Joseph Zachery
Occupation: Firefighter from 1986 to recent. Ended at $60k / year.  
House:  $100k house, needed renovations
Worked a second job: Like most firefighters, he always had a second job...he started his own business, demolishing houses condemned by the city.
He used the equity from his house to buy demolition equipment, resulting in a mortage where "he owed nearly twice the original purchase price."
Crisis: he gets into an accident on the job.

He's shuttled around between hospitals, he gets full disability from the fire department (plus some electroshock treatment?) and he's now living on pension. He get $50k / year. It costs him $800 / month for medical, leaving him with $2,400 for everything else.  But get this, his mortgage is $1,600! On a 100k loan that doesn't make any sense.  But the problem here is that he actually owes 190k which he's paying off at 9%.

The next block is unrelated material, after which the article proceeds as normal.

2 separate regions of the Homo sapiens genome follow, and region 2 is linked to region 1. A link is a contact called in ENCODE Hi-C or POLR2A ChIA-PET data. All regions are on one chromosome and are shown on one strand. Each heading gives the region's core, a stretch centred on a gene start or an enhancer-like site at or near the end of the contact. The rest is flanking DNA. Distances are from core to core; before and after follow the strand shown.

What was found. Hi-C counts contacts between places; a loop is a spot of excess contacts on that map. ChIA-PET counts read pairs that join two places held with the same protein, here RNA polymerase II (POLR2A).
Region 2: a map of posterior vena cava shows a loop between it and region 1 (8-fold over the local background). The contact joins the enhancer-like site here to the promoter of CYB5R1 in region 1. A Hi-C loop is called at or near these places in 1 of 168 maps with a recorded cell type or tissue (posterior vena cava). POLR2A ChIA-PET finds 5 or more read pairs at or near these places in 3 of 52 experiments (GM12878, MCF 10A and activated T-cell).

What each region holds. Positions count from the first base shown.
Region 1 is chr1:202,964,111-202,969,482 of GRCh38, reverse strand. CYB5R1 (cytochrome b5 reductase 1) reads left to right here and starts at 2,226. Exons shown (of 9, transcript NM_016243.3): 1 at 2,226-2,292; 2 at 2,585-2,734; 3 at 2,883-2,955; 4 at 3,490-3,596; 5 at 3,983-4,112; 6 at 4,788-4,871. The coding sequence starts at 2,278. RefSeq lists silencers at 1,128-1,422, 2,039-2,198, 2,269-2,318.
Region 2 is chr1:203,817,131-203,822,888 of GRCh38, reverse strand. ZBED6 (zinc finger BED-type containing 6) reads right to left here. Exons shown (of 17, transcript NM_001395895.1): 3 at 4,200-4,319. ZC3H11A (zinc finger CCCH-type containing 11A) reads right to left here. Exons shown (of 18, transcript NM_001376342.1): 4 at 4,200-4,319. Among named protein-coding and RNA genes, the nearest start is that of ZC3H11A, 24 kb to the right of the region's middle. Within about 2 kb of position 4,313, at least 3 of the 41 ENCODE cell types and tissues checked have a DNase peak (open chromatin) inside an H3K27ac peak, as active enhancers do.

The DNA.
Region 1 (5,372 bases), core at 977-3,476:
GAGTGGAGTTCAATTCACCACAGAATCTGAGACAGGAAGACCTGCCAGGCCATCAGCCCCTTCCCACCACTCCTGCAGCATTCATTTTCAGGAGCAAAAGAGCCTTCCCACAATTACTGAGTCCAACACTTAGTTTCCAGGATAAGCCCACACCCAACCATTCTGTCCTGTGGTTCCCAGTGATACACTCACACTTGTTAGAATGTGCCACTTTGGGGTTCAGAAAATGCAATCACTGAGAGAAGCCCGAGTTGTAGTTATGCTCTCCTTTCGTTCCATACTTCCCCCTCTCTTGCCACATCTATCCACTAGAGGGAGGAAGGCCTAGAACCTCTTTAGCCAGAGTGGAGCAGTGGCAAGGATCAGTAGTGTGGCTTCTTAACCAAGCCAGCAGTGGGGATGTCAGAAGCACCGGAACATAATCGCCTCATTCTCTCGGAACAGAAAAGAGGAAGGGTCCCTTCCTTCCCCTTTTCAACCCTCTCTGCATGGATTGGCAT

So why did he end up here? Was it the work accident? What did he do wrong? What are the risks he took?
  1. Leveraging non-existing home equity:
    He didn't pull out just the home equity he "actually had" from his down payment or his mortgage payment.  He pulled out "speculative" equity that the bank extended based on the prevalent housing prices at the time.  He wasn't borrowing "his own" equity, he was borrowing equity that he hoped the house would have.
    Rather than taking out a business loan for his small business, he took out a loan against his home meaning that a crisis in his life would likely cause his to lose his home.
  2. Leveraging his ability to fix the home:
    As stated, the home was a fixer-upper. He was banking on his ability to fix the house in order to prop up the value of the house.  Of course if he wasn't able to fix the house for some reason, it's value would bleed from lack of maintenance.
  3. Leveraging his second job: